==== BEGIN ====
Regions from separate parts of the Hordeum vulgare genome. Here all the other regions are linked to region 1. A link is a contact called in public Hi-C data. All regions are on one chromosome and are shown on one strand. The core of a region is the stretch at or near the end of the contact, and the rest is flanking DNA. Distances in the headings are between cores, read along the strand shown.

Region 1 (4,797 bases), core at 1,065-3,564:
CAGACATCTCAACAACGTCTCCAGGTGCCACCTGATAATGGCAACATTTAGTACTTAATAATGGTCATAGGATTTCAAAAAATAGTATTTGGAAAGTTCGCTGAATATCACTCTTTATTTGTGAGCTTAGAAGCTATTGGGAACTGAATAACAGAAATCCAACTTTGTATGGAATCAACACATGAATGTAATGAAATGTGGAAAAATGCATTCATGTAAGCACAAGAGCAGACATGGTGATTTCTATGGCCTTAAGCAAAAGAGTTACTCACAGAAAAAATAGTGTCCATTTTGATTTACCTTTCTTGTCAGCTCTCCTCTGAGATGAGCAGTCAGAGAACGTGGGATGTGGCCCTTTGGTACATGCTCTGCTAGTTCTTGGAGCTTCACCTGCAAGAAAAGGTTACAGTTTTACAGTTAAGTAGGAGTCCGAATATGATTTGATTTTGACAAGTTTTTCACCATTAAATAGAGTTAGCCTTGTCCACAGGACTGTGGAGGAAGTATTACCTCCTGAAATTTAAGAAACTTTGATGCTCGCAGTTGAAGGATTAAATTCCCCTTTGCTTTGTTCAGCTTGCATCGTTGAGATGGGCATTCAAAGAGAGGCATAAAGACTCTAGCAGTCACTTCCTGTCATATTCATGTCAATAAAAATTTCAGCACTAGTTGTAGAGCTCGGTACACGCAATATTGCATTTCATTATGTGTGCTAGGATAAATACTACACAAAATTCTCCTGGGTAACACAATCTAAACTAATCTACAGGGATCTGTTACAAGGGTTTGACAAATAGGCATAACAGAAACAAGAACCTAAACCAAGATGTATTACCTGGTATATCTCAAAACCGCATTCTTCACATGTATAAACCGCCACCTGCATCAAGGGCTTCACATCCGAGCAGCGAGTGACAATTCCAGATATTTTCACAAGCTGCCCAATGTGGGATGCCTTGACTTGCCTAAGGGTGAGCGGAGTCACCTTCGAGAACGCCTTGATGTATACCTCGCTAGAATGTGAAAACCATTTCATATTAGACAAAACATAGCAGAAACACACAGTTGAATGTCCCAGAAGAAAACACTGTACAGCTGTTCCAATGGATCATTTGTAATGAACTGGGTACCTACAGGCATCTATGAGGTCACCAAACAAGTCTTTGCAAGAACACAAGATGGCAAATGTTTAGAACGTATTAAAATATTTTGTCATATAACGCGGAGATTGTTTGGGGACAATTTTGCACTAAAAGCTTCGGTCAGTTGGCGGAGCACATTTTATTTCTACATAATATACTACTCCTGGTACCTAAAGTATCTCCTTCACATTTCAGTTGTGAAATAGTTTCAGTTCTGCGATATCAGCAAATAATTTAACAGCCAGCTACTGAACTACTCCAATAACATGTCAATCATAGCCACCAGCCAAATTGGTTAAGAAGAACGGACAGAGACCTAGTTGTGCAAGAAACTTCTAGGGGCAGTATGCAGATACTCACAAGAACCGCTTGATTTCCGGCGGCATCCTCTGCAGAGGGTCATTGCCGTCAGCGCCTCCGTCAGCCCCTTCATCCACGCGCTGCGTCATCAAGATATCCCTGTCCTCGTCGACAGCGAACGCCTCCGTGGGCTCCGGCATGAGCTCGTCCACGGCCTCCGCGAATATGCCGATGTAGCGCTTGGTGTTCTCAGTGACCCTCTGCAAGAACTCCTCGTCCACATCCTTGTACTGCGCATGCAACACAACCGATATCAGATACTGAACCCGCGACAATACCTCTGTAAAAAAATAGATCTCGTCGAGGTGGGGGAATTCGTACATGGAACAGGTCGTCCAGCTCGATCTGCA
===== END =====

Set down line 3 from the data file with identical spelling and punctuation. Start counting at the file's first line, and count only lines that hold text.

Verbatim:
CAGACATCTCAACAACGTCTCCAGGTGCCACCTGATAATGGCAACATTTAGTACTTAATAATGGTCATAGGATTTCAAAAAATAGTATTTGGAAAGTTCGCTGAATATCACTCTTTATTTGTGAGCTTAGAAGCTATTGGGAACTGAATAACAGAAATCCAACTTTGTATGGAATCAACACATGAATGTAATGAAATGTGGAAAAATGCATTCATGTAAGCACAAGAGCAGACATGGTGATTTCTATGGCCTTAAGCAAAAGAGTTACTCACAGAAAAAATAGTGTCCATTTTGATTTACCTTTCTTGTCAGCTCTCCTCTGAGATGAGCAGTCAGAGAACGTGGGATGTGGCCCTTTGGTACATGCTCTGCTAGTTCTTGGAGCTTCACCTGCAAGAAAAGGTTACAGTTTTACAGTTAAGTAGGAGTCCGAATATGATTTGATTTTGACAAGTTTTTCACCATTAAATAGAGTTAGCCTTGTCCACAGGACTGTGGAGGAAGTATTACCTCCTGAAATTTAAGAAACTTTGATGCTCGCAGTTGAAGGATTAAATTCCCCTTTGCTTTGTTCAGCTTGCATCGTTGAGATGGGCATTCAAAGAGAGGCATAAAGACTCTAGCAGTCACTTCCTGTCATATTCATGTCAATAAAAATTTCAGCACTAGTTGTAGAGCTCGGTACACGCAATATTGCATTTCATTATGTGTGCTAGGATAAATACTACACAAAATTCTCCTGGGTAACACAATCTAAACTAATCTACAGGGATCTGTTACAAGGGTTTGACAAATAGGCATAACAGAAACAAGAACCTAAACCAAGATGTATTACCTGGTATATCTCAAAACCGCATTCTTCACATGTATAAACCGCCACCTGCATCAAGGGCTTCACATCCGAGCAGCGAGTGACAATTCCAGATATTTTCACAAGCTGCCCAATGTGGGATGCCTTGACTTGCCTAAGGGTGAGCGGAGTCACCTTCGAGAACGCCTTGATGTATACCTCGCTAGAATGTGAAAACCATTTCATATTAGACAAAACATAGCAGAAACACACAGTTGAATGTCCCAGAAGAAAACACTGTACAGCTGTTCCAATGGATCATTTGTAATGAACTGGGTACCTACAGGCATCTATGAGGTCACCAAACAAGTCTTTGCAAGAACACAAGATGGCAAATGTTTAGAACGTATTAAAATATTTTGTCATATAACGCGGAGATTGTTTGGGGACAATTTTGCACTAAAAGCTTCGGTCAGTTGGCGGAGCACATTTTATTTCTACATAATATACTACTCCTGGTACCTAAAGTATCTCCTTCACATTTCAGTTGTGAAATAGTTTCAGTTCTGCGATATCAGCAAATAATTTAACAGCCAGCTACTGAACTACTCCAATAACATGTCAATCATAGCCACCAGCCAAATTGGTTAAGAAGAACGGACAGAGACCTAGTTGTGCAAGAAACTTCTAGGGGCAGTATGCAGATACTCACAAGAACCGCTTGATTTCCGGCGGCATCCTCTGCAGAGGGTCATTGCCGTCAGCGCCTCCGTCAGCCCCTTCATCCACGCGCTGCGTCATCAAGATATCCCTGTCCTCGTCGACAGCGAACGCCTCCGTGGGCTCCGGCATGAGCTCGTCCACGGCCTCCGCGAATATGCCGATGTAGCGCTTGGTGTTCTCAGTGACCCTCTGCAAGAACTCCTCGTCCACATCCTTGTACTGCGCATGCAACACAACCGATATCAGATACTGAACCCGCGACAATACCTCTGTAAAAAAATAGATCTCGTCGAGGTGGGGGAATTCGTACATGGAACAGGTCGTCCAGCTCGATCTGCA